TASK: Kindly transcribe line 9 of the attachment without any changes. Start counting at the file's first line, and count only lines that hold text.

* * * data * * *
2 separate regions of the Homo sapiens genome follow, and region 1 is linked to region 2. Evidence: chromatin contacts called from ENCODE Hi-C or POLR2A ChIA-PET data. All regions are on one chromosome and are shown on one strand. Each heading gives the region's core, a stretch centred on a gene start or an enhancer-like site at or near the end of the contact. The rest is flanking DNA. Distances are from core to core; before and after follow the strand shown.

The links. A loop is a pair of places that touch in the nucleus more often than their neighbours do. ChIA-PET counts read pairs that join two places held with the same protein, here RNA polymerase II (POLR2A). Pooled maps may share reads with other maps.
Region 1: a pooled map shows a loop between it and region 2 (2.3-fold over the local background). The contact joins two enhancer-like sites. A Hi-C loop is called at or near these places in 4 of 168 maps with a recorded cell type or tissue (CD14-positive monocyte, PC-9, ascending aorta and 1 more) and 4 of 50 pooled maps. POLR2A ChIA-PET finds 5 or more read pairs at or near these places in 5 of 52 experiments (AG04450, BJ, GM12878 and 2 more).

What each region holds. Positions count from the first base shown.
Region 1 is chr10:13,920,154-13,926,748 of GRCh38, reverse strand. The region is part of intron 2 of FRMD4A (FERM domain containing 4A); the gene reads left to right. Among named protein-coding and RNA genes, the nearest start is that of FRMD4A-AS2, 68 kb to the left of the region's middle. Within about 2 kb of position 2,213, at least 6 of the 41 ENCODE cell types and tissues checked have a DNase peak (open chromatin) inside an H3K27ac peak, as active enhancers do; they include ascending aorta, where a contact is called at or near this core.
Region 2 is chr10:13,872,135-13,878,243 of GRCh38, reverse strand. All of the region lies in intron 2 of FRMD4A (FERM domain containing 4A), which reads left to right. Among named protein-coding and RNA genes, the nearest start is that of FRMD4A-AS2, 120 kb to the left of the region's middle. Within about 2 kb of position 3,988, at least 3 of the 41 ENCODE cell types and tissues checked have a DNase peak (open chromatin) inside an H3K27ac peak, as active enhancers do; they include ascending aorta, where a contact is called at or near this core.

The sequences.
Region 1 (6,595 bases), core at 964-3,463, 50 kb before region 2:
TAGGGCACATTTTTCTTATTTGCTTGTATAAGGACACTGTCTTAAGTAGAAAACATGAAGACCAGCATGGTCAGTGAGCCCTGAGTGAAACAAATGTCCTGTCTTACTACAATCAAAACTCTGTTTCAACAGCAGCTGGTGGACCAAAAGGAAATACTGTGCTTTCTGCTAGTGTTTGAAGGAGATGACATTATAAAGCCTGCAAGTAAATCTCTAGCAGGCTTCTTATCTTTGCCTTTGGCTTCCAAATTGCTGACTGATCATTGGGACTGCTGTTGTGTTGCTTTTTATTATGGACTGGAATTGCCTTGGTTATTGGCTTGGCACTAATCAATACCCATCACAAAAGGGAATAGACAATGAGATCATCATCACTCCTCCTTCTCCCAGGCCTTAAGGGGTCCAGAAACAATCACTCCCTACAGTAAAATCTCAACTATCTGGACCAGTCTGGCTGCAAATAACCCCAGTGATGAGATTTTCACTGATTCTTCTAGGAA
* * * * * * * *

TAGGGCACATTTTTCTTATTTGCTTGTATAAGGACACTGTCTTAAGTAGAAAACATGAAGACCAGCATGGTCAGTGAGCCCTGAGTGAAACAAATGTCCTGTCTTACTACAATCAAAACTCTGTTTCAACAGCAGCTGGTGGACCAAAAGGAAATACTGTGCTTTCTGCTAGTGTTTGAAGGAGATGACATTATAAAGCCTGCAAGTAAATCTCTAGCAGGCTTCTTATCTTTGCCTTTGGCTTCCAAATTGCTGACTGATCATTGGGACTGCTGTTGTGTTGCTTTTTATTATGGACTGGAATTGCCTTGGTTATTGGCTTGGCACTAATCAATACCCATCACAAAAGGGAATAGACAATGAGATCATCATCACTCCTCCTTCTCCCAGGCCTTAAGGGGTCCAGAAACAATCACTCCCTACAGTAAAATCTCAACTATCTGGACCAGTCTGGCTGCAAATAACCCCAGTGATGAGATTTTCACTGATTCTTCTAGGAA